• Australian Signals Directorate (ASD)
  • Australian Commission for Law Enforcement Integrity (ACLEI)
  • Australian Secret Intelligence Service (ASIS)
  • Australian Federal Police (AFP)

However, the laws have also been designed, in most cases, to give state police similar access to encrypted data. The lack of oversight when it comes to state agencies is another huge concern for the opposers of the bill.

Can they block access to services if they don’t comply?

The new laws, which are being formulated by the Federal government, aren’t about shutting down services such as WhatsApp and Facebook. That being said, they do include financial penalties for non-compliance.

Many tech companies that offer popular messaging apps are headquartered overseas, so there are speculations about how law enforcement agencies would make them do anything under the anti-encryption bill.

In fact, some might even resort to leaving the country altogether rather than complying with the new law. For example, Senetas – a leading encryption technology provider – claims they could lose overseas customers because they can’t guarantee their products haven’t been compromised for Australian law enforcement.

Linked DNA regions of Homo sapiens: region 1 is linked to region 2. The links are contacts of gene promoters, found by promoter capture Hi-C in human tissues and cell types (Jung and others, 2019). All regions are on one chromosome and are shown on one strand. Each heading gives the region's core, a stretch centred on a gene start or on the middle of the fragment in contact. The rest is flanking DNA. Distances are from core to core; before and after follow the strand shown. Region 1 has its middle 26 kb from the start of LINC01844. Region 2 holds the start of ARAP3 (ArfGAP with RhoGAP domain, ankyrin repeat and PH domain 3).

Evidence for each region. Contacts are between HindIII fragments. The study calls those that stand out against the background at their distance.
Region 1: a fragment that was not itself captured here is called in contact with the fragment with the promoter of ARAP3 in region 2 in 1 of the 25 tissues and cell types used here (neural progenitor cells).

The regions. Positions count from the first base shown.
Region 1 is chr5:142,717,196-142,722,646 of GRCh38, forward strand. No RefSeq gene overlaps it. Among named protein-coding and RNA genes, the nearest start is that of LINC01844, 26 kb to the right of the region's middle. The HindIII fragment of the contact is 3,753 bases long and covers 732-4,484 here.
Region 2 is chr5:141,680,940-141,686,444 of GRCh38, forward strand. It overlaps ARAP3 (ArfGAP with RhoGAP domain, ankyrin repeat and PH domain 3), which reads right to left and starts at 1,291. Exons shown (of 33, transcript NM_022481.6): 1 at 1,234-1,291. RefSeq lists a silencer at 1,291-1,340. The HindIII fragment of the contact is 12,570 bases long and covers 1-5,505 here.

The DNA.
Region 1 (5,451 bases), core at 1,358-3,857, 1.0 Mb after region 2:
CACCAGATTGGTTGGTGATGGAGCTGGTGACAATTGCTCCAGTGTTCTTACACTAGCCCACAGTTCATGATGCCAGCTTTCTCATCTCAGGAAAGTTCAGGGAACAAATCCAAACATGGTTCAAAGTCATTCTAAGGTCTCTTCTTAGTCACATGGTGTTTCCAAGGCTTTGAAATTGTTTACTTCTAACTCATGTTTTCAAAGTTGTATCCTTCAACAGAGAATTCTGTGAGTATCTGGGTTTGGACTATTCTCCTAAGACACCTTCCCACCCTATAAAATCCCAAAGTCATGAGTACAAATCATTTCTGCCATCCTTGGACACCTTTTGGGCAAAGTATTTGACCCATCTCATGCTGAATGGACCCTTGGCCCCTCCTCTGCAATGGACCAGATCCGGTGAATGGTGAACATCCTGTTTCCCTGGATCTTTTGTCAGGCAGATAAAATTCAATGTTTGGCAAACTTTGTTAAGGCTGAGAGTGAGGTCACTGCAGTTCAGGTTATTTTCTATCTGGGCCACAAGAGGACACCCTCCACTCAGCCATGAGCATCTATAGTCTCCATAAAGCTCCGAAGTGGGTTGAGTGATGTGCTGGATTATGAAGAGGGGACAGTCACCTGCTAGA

How is the Internet reacting to the bill?

The anti-encryption laws are a world-first, and therefore it doesn’t come as a surprise that it’s garnering a lot of attention from tech companies, security experts, as well as human rights groups from around the world. Here’s what the Internet is saying about the new laws:

Wrapping things up

Australia’s anti-encryption bill is the first law of its kind to be passed, and it comes with extreme implications for both tech companies and Internet users in the country. Though the law was created to counter terrorism, it can create further risks to the privacy and security of Australians. In fact, there’s a pressing international concern the bill would make the Internet a less secure place.

What do you think? Let us know your thoughts about Australia’s new anti-encryption law in the comments below!

Haris Shahid has a genuine passion in covering the latest happenings in the cyber security and digital landscape. He likes getting out and about, but mostly ends up spending too much of his time behind a computer keyboard.